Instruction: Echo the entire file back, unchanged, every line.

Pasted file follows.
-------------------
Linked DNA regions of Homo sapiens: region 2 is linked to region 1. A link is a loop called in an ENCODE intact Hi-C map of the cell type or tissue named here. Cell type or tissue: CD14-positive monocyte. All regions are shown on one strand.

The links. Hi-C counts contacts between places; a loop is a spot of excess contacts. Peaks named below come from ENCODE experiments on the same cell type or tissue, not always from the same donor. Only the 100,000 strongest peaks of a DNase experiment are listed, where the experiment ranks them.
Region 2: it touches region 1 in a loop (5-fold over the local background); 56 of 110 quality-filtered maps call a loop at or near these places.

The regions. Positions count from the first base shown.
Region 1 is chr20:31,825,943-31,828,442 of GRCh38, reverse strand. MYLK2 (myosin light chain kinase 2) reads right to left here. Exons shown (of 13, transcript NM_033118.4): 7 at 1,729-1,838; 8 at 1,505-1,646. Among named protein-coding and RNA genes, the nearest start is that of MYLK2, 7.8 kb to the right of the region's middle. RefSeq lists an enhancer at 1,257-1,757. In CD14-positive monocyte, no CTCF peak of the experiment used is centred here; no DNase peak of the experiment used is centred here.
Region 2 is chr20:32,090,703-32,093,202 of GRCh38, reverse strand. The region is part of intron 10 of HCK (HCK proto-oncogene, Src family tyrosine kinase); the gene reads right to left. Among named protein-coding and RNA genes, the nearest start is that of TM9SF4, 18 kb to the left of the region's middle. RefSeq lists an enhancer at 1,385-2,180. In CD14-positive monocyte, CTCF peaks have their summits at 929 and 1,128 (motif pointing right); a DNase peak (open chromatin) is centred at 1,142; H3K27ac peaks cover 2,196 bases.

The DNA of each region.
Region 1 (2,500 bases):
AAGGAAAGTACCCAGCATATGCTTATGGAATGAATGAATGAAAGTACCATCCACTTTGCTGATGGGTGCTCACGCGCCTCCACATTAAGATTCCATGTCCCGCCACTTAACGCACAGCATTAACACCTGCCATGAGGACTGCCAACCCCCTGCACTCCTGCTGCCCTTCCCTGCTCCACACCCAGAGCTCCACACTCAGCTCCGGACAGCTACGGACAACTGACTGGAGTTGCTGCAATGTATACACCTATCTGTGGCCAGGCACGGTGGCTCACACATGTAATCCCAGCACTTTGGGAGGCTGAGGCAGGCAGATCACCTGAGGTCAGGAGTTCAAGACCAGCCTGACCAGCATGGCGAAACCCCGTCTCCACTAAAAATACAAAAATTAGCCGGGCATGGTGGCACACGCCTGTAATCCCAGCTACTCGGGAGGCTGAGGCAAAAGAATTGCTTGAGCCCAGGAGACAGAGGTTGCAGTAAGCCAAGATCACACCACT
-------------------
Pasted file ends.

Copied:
Linked DNA regions of Homo sapiens: region 2 is linked to region 1. A link is a loop called in an ENCODE intact Hi-C map of the cell type or tissue named here. Cell type or tissue: CD14-positive monocyte. All regions are shown on one strand.

The links. Hi-C counts contacts between places; a loop is a spot of excess contacts. Peaks named below come from ENCODE experiments on the same cell type or tissue, not always from the same donor. Only the 100,000 strongest peaks of a DNase experiment are listed, where the experiment ranks them.
Region 2: it touches region 1 in a loop (5-fold over the local background); 56 of 110 quality-filtered maps call a loop at or near these places.

The regions. Positions count from the first base shown.
Region 1 is chr20:31,825,943-31,828,442 of GRCh38, reverse strand. MYLK2 (myosin light chain kinase 2) reads right to left here. Exons shown (of 13, transcript NM_033118.4): 7 at 1,729-1,838; 8 at 1,505-1,646. Among named protein-coding and RNA genes, the nearest start is that of MYLK2, 7.8 kb to the right of the region's middle. RefSeq lists an enhancer at 1,257-1,757. In CD14-positive monocyte, no CTCF peak of the experiment used is centred here; no DNase peak of the experiment used is centred here.
Region 2 is chr20:32,090,703-32,093,202 of GRCh38, reverse strand. The region is part of intron 10 of HCK (HCK proto-oncogene, Src family tyrosine kinase); the gene reads right to left. Among named protein-coding and RNA genes, the nearest start is that of TM9SF4, 18 kb to the left of the region's middle. RefSeq lists an enhancer at 1,385-2,180. In CD14-positive monocyte, CTCF peaks have their summits at 929 and 1,128 (motif pointing right); a DNase peak (open chromatin) is centred at 1,142; H3K27ac peaks cover 2,196 bases.

The DNA of each region.
Region 1 (2,500 bases):
AAGGAAAGTACCCAGCATATGCTTATGGAATGAATGAATGAAAGTACCATCCACTTTGCTGATGGGTGCTCACGCGCCTCCACATTAAGATTCCATGTCCCGCCACTTAACGCACAGCATTAACACCTGCCATGAGGACTGCCAACCCCCTGCACTCCTGCTGCCCTTCCCTGCTCCACACCCAGAGCTCCACACTCAGCTCCGGACAGCTACGGACAACTGACTGGAGTTGCTGCAATGTATACACCTATCTGTGGCCAGGCACGGTGGCTCACACATGTAATCCCAGCACTTTGGGAGGCTGAGGCAGGCAGATCACCTGAGGTCAGGAGTTCAAGACCAGCCTGACCAGCATGGCGAAACCCCGTCTCCACTAAAAATACAAAAATTAGCCGGGCATGGTGGCACACGCCTGTAATCCCAGCTACTCGGGAGGCTGAGGCAAAAGAATTGCTTGAGCCCAGGAGACAGAGGTTGCAGTAAGCCAAGATCACACCACT